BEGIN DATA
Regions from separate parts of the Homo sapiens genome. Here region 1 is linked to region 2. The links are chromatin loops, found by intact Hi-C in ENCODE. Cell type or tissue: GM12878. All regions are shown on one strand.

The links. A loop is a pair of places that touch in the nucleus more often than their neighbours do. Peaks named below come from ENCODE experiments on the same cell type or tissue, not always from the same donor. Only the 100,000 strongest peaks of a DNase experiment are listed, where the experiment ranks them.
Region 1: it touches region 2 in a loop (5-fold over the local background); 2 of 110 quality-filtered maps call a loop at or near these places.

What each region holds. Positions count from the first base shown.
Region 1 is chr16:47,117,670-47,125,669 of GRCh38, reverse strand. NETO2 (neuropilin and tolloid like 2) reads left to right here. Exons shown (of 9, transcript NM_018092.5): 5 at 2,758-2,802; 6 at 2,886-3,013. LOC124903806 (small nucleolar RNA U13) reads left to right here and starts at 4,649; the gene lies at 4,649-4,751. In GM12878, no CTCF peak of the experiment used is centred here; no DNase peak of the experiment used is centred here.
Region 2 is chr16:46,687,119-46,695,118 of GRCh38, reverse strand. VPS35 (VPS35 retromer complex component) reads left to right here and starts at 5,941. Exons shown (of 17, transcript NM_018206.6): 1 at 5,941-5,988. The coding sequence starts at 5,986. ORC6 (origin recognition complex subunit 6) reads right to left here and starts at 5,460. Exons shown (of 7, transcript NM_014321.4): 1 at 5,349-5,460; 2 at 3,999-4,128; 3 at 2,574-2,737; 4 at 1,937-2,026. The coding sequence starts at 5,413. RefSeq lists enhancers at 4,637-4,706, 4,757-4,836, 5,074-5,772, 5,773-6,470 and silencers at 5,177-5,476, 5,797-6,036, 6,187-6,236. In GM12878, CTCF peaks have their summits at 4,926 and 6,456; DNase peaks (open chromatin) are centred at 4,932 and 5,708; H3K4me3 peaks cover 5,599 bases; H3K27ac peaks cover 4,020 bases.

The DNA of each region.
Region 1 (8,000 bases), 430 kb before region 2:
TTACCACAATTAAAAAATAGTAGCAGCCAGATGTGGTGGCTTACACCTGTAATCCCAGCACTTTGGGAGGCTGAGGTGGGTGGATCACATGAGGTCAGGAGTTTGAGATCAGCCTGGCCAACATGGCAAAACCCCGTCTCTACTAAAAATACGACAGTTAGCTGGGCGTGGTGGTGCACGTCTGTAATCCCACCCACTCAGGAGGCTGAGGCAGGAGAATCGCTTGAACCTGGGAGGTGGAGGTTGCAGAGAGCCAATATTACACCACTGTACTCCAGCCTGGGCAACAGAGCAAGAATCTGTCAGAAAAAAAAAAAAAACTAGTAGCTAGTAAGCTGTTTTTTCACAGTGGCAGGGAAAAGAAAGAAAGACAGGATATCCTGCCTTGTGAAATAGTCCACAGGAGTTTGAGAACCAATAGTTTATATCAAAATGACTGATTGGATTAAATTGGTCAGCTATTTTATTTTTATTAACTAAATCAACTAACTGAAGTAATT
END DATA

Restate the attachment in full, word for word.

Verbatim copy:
Regions from separate parts of the Homo sapiens genome. Here region 1 is linked to region 2. The links are chromatin loops, found by intact Hi-C in ENCODE. Cell type or tissue: GM12878. All regions are shown on one strand.

The links. A loop is a pair of places that touch in the nucleus more often than their neighbours do. Peaks named below come from ENCODE experiments on the same cell type or tissue, not always from the same donor. Only the 100,000 strongest peaks of a DNase experiment are listed, where the experiment ranks them.
Region 1: it touches region 2 in a loop (5-fold over the local background); 2 of 110 quality-filtered maps call a loop at or near these places.

What each region holds. Positions count from the first base shown.
Region 1 is chr16:47,117,670-47,125,669 of GRCh38, reverse strand. NETO2 (neuropilin and tolloid like 2) reads left to right here. Exons shown (of 9, transcript NM_018092.5): 5 at 2,758-2,802; 6 at 2,886-3,013. LOC124903806 (small nucleolar RNA U13) reads left to right here and starts at 4,649; the gene lies at 4,649-4,751. In GM12878, no CTCF peak of the experiment used is centred here; no DNase peak of the experiment used is centred here.
Region 2 is chr16:46,687,119-46,695,118 of GRCh38, reverse strand. VPS35 (VPS35 retromer complex component) reads left to right here and starts at 5,941. Exons shown (of 17, transcript NM_018206.6): 1 at 5,941-5,988. The coding sequence starts at 5,986. ORC6 (origin recognition complex subunit 6) reads right to left here and starts at 5,460. Exons shown (of 7, transcript NM_014321.4): 1 at 5,349-5,460; 2 at 3,999-4,128; 3 at 2,574-2,737; 4 at 1,937-2,026. The coding sequence starts at 5,413. RefSeq lists enhancers at 4,637-4,706, 4,757-4,836, 5,074-5,772, 5,773-6,470 and silencers at 5,177-5,476, 5,797-6,036, 6,187-6,236. In GM12878, CTCF peaks have their summits at 4,926 and 6,456; DNase peaks (open chromatin) are centred at 4,932 and 5,708; H3K4me3 peaks cover 5,599 bases; H3K27ac peaks cover 4,020 bases.

The DNA of each region.
Region 1 (8,000 bases), 430 kb before region 2:
TTACCACAATTAAAAAATAGTAGCAGCCAGATGTGGTGGCTTACACCTGTAATCCCAGCACTTTGGGAGGCTGAGGTGGGTGGATCACATGAGGTCAGGAGTTTGAGATCAGCCTGGCCAACATGGCAAAACCCCGTCTCTACTAAAAATACGACAGTTAGCTGGGCGTGGTGGTGCACGTCTGTAATCCCACCCACTCAGGAGGCTGAGGCAGGAGAATCGCTTGAACCTGGGAGGTGGAGGTTGCAGAGAGCCAATATTACACCACTGTACTCCAGCCTGGGCAACAGAGCAAGAATCTGTCAGAAAAAAAAAAAAAACTAGTAGCTAGTAAGCTGTTTTTTCACAGTGGCAGGGAAAAGAAAGAAAGACAGGATATCCTGCCTTGTGAAATAGTCCACAGGAGTTTGAGAACCAATAGTTTATATCAAAATGACTGATTGGATTAAATTGGTCAGCTATTTTATTTTTATTAACTAAATCAACTAACTGAAGTAATT